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COVID-19: Advances in Care

Testing for COVID-19 Antibodies at Home

Multidisciplinary Team Opens New Frontiers

This article has been modified from the original, which appeared in Northwestern Now. Read the full article.

From the beginning of the COVID-19 (coronavirus) pandemic, scientists wondered if someone who had been infected with SARS-CoV-2, the virus that causes COVID-19, would have immunity following their illness, and for how long.

When you have a viral infection, your immune system creates antibodies in your blood that help fight the virus. If your blood contains antibodies to SARS-CoV-2, it means the virus was in your system at some point. These antibodies could be useful for vaccine development or treatment, so finding people who are carriers is important. And because you can have COVID-19 and have no symptoms, it’s possible people are walking around with antibodies and not even know it. Testing can help scientists learn the true infection rate in a community and better understand community spread.

Traditional antibody tests, also known as serology tests, can have limitations: Current finger stick blood tests conducted in a physician’s office, for example, are not always accurate. More precise lab tests require blood drawn directly from the vein.

The challenge, then, is to make antibody testing that is both convenient and accurate. Now a team of Northwestern University biological anthropologists, scientists and physicians has come together to do just that by developing an at-home antibody test for COVID-19. This inexpensive, relatively painless test would allow people to collect their own blood at home with a finger prick and send samples to a laboratory through the mail. The laboratory follows a precise testing process intended to deliver a highly accurate result. (Learn more about the lab’s process.)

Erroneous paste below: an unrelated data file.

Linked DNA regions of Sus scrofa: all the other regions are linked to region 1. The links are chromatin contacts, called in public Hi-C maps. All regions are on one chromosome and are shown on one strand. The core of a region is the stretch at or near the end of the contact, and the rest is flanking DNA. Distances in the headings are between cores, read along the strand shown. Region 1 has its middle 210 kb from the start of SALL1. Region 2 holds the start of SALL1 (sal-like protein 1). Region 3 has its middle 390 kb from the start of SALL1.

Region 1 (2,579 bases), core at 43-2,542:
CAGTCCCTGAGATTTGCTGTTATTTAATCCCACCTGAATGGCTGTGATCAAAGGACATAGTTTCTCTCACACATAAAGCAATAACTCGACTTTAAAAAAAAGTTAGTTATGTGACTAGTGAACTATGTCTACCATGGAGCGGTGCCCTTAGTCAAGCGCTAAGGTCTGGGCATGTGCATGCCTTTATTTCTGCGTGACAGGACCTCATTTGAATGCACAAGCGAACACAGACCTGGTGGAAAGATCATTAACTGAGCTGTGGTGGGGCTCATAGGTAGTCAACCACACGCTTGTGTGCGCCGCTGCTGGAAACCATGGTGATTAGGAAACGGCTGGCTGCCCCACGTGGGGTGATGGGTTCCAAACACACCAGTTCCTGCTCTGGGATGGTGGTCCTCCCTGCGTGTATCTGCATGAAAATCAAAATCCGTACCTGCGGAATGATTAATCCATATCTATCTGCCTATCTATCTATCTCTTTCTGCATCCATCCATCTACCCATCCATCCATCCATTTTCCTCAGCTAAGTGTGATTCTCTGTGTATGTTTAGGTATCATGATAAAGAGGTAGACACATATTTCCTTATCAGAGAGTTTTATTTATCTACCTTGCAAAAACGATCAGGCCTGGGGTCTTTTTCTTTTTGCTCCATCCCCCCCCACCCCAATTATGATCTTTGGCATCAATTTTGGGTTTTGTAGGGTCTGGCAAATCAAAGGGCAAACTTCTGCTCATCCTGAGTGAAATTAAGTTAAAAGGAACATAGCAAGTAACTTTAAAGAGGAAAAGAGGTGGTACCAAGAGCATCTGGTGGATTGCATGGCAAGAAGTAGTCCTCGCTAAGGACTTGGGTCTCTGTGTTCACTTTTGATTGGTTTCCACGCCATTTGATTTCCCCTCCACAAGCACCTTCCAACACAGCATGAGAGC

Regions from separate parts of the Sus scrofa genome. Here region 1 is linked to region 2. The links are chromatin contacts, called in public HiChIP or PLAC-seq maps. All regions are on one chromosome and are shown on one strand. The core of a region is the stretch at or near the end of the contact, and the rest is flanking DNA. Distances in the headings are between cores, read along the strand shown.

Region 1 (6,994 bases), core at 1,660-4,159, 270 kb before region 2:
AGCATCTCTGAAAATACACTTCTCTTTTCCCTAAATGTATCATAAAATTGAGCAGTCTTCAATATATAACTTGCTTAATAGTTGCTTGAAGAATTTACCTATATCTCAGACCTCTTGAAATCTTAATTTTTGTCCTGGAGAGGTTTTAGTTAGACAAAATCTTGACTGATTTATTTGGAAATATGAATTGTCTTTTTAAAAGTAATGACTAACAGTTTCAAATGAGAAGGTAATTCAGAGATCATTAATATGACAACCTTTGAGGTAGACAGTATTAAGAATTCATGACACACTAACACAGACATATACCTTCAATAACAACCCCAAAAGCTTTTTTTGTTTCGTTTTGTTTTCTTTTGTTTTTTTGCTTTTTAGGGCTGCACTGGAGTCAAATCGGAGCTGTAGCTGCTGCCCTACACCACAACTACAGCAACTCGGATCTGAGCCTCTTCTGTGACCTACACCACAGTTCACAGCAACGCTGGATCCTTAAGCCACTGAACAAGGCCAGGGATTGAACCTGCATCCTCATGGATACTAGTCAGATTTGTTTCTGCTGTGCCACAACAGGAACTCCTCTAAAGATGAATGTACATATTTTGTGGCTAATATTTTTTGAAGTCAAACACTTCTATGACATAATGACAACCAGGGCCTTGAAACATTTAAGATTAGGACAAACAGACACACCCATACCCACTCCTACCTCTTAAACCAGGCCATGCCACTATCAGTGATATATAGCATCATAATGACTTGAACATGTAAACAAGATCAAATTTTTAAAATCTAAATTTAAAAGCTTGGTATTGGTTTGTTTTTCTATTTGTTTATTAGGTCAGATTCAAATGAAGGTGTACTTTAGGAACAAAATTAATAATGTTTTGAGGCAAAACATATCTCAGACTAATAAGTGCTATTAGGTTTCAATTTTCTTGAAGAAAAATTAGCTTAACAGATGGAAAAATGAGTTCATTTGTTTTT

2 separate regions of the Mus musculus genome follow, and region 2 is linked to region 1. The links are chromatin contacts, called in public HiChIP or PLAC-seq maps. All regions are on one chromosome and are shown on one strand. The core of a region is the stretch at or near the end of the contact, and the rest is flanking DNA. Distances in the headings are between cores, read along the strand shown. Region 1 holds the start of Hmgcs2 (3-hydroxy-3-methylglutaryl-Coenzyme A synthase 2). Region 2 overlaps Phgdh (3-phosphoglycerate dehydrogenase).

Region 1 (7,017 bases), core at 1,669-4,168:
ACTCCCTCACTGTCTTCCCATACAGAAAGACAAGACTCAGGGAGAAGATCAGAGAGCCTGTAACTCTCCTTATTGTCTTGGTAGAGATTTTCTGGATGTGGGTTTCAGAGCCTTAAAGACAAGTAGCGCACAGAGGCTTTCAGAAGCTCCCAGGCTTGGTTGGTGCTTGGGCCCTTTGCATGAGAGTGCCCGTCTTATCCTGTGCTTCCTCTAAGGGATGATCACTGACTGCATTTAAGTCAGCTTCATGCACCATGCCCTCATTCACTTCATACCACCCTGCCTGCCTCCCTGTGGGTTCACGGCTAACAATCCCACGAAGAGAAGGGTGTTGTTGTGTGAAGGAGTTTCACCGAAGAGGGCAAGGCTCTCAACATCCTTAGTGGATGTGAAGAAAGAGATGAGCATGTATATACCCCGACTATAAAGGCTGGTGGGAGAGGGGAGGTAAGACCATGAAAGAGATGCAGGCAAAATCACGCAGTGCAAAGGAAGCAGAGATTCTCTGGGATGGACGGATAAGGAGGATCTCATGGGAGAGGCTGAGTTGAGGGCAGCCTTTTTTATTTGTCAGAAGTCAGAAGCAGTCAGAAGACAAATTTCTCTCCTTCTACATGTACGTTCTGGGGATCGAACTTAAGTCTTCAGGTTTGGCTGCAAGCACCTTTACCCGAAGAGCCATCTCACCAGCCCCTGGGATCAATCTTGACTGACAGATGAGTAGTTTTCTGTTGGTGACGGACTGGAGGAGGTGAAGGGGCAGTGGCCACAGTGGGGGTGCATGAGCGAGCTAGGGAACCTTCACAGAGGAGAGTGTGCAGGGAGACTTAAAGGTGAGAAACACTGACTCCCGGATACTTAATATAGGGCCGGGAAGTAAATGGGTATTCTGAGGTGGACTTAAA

“Widespread serological testing is essential for figuring out how the virus is spreading in the community, but it is very hard to screen large numbers of people when the tests require people to come to a healthcare provider,” says Elizabeth M. McNally, MD, PhD, director of the Center of Genetic Medicine, cardiologist at Northwestern Medicine Bluhm Cardiovascular Institute, and part of the team that developed the test. The team is using a dried blood spot method pioneered by Northwestern University Anthropologist Thomas McDade, PhD, which allows the blood sample to be safely sent in the mail.

By early May 2020, the test was being more formally evaluated before being rolled out across Chicagoland through a web-based platform.

Listen to a podcast with Dr. McNally discussing the team's work.

Serology Testing and Cancer

Serology testing research is also being supported at Northwestern Medicine at the request of the National Cancer Institute and the National Institute of Allergy and Infectious Diseases, which have asked Robert H. Lurie Comprehensive Cancer Center of Northwestern University for assistance.

Leonidas C. Platanias, MD, director of Lurie Cancer Center, has responded by supplying samples of blood from patients who have recovered from COVID-19. The assistance makes sense because patients with cancer are at higher risk of severe illness from the virus, and the Lurie Cancer Center team is committed to supporting patients facing this new threat.

Learn more about COVID-19 and cancer and listen to a podcast with Dr. Platanias discussing the subject.

Elizabeth M. McNally, MD
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Leonidas C. Platanias, MD
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